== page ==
Spanish title: Fin
Genre: Science Fiction
Director: Jorge Torregrossa
Produced by Fernando Bovaira, Enrique L. Lavigne, Mercedes Gamero, Belén Atienza, Mikel Lejarza for Atresmedia Cine S.L. (60%), Mod Producciones, S.L. (5%), Apaches Entertainment, S.L. (5%), Misent Producciones S.L. (30%)
Story and screenplay: Sergio G. Sánchez, Jorge Guerricaechevarría, David Monteagudo (novel)
Music: Lucio Godoy
Cinematographer: José David Montero
Editor: Carolina Martínez Urbina
Art director: Isabel Viñuales
Cast: Maribel Verdú (Maribel), Daniel Grao (Félix), Clara Lago (Eva), Carmen Ruiz (Sara), Andrés Velencoso (Hugo), Miquel Fernández (Sergio), Blanca Romero (Cova), Antonio Garrido (Rafa), Eugenio Mira (Ángel ‘Profeta’), Sofía Herraiz (Niña)
Spanish takings: €1.506.797,98
Spanish spectators: 224,041
Spanish subsidies: Ayudas a la Amortización de Largometrajes – General (€1.463.948,22), Ayudas a la Minoración de Intereses – Producción (€25.200,00)
A group of friends have a reunion in the very same cabin they were last all gathered together some twenty years beforehand. Most of them have very respectable and comfortable lives, despite the inevitable rocky marriages and concerns about careers. Apart from Ángel, aka The Prophet, who suffered from schizophrenia, a condition which degenerated further due to the actions of his former friends. But something weird happens: there’s strange lightning in the distance, the electricity cuts off and cars stop working. They decide that rather than waiting to see what happens they should walk to the nearest town. But everywhere seems strangely isolated… and then they start disappearing.
The 2012 Spanish film The End has a remarkably similar story to The Wall, the Austrian film made in the same year. They are, however, very different propositions: whereas that was sparse and cerebral, this is an entertaining science fiction thriller. The Wall was slow moving and, quite frankly, rather boring; this has a comparatively packed plot which includes rampaging deer, a dog attack and more. It came from Antena 3 films, who were previously behind productions such as The Body (one of the best films of 2012), Intruders (2011), Julia’s Eyes (2010) and The Last Days (2013), so they have some prior history in the field.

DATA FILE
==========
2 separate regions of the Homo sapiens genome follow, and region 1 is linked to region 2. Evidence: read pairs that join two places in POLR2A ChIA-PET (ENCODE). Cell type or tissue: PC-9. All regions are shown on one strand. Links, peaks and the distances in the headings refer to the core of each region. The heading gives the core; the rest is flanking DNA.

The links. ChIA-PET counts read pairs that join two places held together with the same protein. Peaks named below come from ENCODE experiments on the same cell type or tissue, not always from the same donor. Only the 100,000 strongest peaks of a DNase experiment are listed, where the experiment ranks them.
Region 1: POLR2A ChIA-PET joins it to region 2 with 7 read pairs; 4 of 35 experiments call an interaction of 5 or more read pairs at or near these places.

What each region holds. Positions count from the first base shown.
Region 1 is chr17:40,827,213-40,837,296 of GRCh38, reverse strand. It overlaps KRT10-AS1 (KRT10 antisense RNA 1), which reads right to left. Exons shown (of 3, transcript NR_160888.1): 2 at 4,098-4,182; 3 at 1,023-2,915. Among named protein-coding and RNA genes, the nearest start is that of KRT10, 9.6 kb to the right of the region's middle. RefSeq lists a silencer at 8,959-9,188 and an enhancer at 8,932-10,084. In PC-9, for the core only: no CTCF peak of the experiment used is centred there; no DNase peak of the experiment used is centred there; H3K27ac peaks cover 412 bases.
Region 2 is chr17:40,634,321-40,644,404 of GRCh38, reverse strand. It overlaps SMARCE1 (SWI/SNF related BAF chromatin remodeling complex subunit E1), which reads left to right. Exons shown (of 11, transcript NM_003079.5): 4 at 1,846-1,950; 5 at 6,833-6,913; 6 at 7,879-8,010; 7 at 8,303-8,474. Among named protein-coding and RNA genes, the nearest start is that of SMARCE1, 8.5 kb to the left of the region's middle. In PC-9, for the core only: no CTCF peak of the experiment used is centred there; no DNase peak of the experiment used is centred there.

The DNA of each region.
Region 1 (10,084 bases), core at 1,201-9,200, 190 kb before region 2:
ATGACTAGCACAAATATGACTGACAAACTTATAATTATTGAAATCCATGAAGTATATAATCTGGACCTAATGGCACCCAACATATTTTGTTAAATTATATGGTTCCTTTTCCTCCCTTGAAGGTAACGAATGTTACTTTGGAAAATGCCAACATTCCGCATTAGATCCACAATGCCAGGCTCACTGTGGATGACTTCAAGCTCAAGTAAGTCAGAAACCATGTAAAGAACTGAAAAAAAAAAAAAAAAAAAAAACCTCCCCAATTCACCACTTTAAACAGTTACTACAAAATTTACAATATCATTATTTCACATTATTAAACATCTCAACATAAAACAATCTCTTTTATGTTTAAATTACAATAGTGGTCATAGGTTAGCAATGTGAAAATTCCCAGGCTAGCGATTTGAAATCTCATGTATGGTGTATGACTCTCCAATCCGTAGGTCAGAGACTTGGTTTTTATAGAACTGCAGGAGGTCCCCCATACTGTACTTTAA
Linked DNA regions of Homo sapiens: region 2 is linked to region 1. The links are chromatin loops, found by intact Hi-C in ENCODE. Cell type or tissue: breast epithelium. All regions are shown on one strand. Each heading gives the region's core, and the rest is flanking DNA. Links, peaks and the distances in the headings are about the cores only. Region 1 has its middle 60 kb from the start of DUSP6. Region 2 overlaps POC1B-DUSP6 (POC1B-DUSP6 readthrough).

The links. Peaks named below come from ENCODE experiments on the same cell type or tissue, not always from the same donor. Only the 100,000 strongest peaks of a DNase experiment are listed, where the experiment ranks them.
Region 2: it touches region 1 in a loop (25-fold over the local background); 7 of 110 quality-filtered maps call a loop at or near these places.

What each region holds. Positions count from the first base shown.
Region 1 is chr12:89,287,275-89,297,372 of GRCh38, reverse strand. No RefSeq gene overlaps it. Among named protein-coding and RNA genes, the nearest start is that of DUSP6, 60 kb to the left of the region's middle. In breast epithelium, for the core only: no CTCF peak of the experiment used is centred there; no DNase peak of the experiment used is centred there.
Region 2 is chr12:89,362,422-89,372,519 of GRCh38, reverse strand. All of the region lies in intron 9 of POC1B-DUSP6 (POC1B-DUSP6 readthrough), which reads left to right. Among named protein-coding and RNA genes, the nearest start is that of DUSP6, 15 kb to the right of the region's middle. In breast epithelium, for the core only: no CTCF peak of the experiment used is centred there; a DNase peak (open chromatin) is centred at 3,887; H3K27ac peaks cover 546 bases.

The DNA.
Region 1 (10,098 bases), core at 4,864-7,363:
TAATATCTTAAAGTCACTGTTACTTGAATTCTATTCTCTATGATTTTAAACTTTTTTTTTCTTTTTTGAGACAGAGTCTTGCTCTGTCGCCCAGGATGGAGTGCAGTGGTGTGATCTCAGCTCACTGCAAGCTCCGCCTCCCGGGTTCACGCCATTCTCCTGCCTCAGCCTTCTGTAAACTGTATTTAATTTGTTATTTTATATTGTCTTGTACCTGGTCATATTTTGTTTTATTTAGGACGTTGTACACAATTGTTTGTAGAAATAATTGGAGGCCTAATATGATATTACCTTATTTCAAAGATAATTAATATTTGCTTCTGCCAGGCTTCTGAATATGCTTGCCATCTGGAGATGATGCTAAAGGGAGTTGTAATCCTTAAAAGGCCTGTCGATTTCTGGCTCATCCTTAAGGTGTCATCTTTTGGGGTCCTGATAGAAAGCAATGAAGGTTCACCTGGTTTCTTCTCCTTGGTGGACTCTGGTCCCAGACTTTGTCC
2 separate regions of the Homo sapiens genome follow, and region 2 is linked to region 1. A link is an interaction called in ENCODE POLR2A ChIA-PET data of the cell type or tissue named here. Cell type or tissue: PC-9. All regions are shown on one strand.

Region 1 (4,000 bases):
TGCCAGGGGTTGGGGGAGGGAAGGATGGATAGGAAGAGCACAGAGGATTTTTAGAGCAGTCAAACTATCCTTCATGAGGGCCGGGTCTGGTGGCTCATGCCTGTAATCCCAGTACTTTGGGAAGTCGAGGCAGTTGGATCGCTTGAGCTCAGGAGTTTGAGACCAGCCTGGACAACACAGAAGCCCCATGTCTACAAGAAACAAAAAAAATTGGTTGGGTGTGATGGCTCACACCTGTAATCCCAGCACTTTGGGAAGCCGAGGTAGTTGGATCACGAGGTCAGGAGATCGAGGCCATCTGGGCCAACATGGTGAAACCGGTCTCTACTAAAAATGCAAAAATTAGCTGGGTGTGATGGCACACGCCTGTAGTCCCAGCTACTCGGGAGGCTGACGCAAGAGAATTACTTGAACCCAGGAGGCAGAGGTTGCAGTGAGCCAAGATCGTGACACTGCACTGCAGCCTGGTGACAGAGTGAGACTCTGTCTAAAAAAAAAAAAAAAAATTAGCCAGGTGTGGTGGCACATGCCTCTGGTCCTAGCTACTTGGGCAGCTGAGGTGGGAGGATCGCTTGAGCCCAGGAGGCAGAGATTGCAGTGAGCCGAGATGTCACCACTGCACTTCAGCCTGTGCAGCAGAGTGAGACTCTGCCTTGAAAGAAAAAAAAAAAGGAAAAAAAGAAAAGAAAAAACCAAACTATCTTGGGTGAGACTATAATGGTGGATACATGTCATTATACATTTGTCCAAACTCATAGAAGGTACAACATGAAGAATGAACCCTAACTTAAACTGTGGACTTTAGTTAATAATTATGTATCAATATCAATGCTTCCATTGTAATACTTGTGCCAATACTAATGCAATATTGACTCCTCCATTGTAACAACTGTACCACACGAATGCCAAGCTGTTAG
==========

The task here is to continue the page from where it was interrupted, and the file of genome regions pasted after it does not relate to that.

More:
It is an interesting film which foregoes gore and shock effects in favour of a slow building atmosphere and sense of unease. As with The Wall, it uses the disappearances as a means of examining the isolation and existential crises of the characters, all of whom are merely putting off their fate and don’t appear any the happier for it. There are no answers provided and quite what the role of The Prophet is is never answered. Added to this are the crisp cinematography, beautiful landscapes and decent performances, all of which makes it yet another undeservedly obscure Spanish gem.
Review by Matt Blake, 2014
What the critics said
“Polished, beautifully shot and jammed with nerve-jangling twists, The End is a high-class pulp thriller made from quality ingredients. The characters may be a little too stock – the incurable womanizer, the old flame, the crazy drunk – but the plot bounds along with enough energy to excuse a few clunky touches. The ending also leaves plenty of questions unanswered, which may irritate viewers expecting the kind of cathartic resolution seen in most genre movies.” Stephen Dalton, Hollywood Reporter.
“A fascinating if frustrating apocalyptic drama, Jorge Torregrossa’s debut, “The End,” is less about big bangs, and more about questioning silences. Adopting the high-risk strategy of raising dramatic and existential questions to which it offers no answers, this stylishly made tale of a group of fortysomethings who mysteriously disappear fuses low-grade sci-fi with high-minded ideas, so that auds prepared to go all the way with its crazed logic will enjoy it more than those seeking straightforward thrills. Visually polished and always intriguing, the pic confirms that, whatever its failings, Spanish genre cinema isn’t lacking ambition. ” Jonathan Holland, Variety.
“Despite being very far from this genre, Antonioni and Cassavetes are just as important in this film as Hitchcock. The Birds was a reference that we used a lot, because The End has this same catastrophic but also abstract tone: You never know why some things happen, but you don’t care. What is important is the adventure, how the world changes and how the tension explodes. There’s also another important reference in my film: Peter Weir’s Picnic at Hanging Rock. I saw it on television as a child and didn’t understand anything, but it fascinated me. I have watched it again over the years and I still find it fascinating.” Interview: Jorge Torregrossa, Cineuropa.